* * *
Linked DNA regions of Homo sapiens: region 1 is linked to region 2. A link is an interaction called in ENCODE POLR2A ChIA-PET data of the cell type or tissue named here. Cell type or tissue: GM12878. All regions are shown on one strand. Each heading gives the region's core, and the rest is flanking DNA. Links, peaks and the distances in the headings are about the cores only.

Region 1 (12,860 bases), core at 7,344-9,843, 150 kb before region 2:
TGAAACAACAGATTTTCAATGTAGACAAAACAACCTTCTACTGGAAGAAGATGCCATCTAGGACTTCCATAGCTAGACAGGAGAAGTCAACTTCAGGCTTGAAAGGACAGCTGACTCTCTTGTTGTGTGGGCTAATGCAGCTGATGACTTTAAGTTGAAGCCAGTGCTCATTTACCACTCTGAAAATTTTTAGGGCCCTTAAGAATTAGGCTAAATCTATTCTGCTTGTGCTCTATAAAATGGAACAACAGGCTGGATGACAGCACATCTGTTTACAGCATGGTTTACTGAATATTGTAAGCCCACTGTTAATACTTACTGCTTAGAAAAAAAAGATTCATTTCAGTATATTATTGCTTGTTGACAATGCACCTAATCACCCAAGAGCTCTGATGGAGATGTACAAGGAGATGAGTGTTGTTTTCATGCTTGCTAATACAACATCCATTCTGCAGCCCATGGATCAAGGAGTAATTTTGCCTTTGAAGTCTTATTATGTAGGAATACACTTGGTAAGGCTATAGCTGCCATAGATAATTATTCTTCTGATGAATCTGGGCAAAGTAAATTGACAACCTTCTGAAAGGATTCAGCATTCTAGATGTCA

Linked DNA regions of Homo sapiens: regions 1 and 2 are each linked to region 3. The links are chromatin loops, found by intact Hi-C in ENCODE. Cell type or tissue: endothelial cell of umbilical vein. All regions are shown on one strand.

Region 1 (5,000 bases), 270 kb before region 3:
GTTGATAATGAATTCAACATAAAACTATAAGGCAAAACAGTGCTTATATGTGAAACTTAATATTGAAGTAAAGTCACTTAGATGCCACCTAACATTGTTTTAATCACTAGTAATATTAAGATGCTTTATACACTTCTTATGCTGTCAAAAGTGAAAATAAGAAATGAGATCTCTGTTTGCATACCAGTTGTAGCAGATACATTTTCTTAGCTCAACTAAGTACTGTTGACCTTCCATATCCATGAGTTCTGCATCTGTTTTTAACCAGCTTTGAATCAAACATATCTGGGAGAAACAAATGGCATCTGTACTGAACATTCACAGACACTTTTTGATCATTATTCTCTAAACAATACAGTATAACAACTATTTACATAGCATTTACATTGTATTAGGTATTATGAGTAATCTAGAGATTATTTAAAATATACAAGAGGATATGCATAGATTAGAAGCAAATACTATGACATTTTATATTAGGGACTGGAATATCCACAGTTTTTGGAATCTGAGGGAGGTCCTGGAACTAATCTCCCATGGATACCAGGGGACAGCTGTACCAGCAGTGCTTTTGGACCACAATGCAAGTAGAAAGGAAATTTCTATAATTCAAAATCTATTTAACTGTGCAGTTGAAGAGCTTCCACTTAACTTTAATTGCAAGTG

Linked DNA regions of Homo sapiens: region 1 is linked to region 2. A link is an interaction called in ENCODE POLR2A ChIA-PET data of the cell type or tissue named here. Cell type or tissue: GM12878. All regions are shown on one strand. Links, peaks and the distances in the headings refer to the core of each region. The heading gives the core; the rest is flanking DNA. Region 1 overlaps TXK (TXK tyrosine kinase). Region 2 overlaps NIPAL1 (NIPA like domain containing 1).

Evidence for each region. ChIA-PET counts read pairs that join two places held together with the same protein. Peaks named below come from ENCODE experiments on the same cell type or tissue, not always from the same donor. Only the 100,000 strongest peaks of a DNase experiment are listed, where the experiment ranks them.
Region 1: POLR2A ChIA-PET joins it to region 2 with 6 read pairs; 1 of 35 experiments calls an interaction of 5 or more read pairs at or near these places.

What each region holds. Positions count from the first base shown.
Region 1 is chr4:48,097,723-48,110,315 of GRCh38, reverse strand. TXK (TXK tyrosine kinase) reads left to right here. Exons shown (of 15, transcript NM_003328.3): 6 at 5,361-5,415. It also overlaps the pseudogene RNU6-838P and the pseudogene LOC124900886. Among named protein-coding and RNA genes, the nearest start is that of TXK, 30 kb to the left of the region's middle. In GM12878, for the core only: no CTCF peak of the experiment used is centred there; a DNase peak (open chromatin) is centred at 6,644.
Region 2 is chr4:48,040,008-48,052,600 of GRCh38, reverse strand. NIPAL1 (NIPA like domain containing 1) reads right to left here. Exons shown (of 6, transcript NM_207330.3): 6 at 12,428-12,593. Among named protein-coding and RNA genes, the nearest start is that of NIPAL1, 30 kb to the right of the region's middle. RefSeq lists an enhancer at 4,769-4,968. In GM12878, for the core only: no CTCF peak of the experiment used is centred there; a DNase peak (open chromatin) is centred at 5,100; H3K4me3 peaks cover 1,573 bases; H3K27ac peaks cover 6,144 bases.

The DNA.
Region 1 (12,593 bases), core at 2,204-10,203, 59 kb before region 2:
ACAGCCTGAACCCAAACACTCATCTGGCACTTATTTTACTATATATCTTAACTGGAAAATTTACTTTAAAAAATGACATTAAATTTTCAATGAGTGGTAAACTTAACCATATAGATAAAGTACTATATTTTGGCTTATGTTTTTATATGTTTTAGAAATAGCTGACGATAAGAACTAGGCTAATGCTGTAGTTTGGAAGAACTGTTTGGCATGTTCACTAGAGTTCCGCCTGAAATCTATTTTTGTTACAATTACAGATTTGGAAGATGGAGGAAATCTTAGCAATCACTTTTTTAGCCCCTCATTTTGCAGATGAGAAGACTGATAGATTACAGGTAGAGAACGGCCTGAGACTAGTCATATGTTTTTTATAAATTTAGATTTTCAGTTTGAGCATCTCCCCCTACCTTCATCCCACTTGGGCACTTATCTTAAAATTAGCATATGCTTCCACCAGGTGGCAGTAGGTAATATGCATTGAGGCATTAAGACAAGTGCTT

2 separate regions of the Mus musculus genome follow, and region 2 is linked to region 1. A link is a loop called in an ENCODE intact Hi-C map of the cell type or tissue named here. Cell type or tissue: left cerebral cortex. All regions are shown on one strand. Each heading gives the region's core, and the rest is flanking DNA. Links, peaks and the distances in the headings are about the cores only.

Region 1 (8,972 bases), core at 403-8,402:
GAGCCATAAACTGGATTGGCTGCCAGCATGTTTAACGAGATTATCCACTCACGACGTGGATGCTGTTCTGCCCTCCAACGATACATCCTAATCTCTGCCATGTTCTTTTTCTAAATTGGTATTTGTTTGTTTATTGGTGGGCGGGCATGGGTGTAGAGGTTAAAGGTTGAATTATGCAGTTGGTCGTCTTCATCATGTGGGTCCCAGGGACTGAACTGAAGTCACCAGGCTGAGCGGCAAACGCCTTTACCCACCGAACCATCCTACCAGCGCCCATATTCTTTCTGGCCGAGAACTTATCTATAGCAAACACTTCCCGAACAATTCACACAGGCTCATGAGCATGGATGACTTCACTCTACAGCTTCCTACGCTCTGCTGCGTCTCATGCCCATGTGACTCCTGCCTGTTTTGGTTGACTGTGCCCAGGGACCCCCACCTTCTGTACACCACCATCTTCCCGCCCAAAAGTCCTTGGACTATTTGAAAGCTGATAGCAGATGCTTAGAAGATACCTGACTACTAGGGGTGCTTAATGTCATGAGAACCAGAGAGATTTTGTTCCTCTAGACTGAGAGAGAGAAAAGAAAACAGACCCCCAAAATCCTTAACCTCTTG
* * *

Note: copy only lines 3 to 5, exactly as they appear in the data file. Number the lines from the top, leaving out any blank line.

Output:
TGAAACAACAGATTTTCAATGTAGACAAAACAACCTTCTACTGGAAGAAGATGCCATCTAGGACTTCCATAGCTAGACAGGAGAAGTCAACTTCAGGCTTGAAAGGACAGCTGACTCTCTTGTTGTGTGGGCTAATGCAGCTGATGACTTTAAGTTGAAGCCAGTGCTCATTTACCACTCTGAAAATTTTTAGGGCCCTTAAGAATTAGGCTAAATCTATTCTGCTTGTGCTCTATAAAATGGAACAACAGGCTGGATGACAGCACATCTGTTTACAGCATGGTTTACTGAATATTGTAAGCCCACTGTTAATACTTACTGCTTAGAAAAAAAAGATTCATTTCAGTATATTATTGCTTGTTGACAATGCACCTAATCACCCAAGAGCTCTGATGGAGATGTACAAGGAGATGAGTGTTGTTTTCATGCTTGCTAATACAACATCCATTCTGCAGCCCATGGATCAAGGAGTAATTTTGCCTTTGAAGTCTTATTATGTAGGAATACACTTGGTAAGGCTATAGCTGCCATAGATAATTATTCTTCTGATGAATCTGGGCAAAGTAAATTGACAACCTTCTGAAAGGATTCAGCATTCTAGATGTCA

Linked DNA regions of Homo sapiens: regions 1 and 2 are each linked to region 3. The links are chromatin loops, found by intact Hi-C in ENCODE. Cell type or tissue: endothelial cell of umbilical vein. All regions are shown on one strand.

Region 1 (5,000 bases), 270 kb before region 3: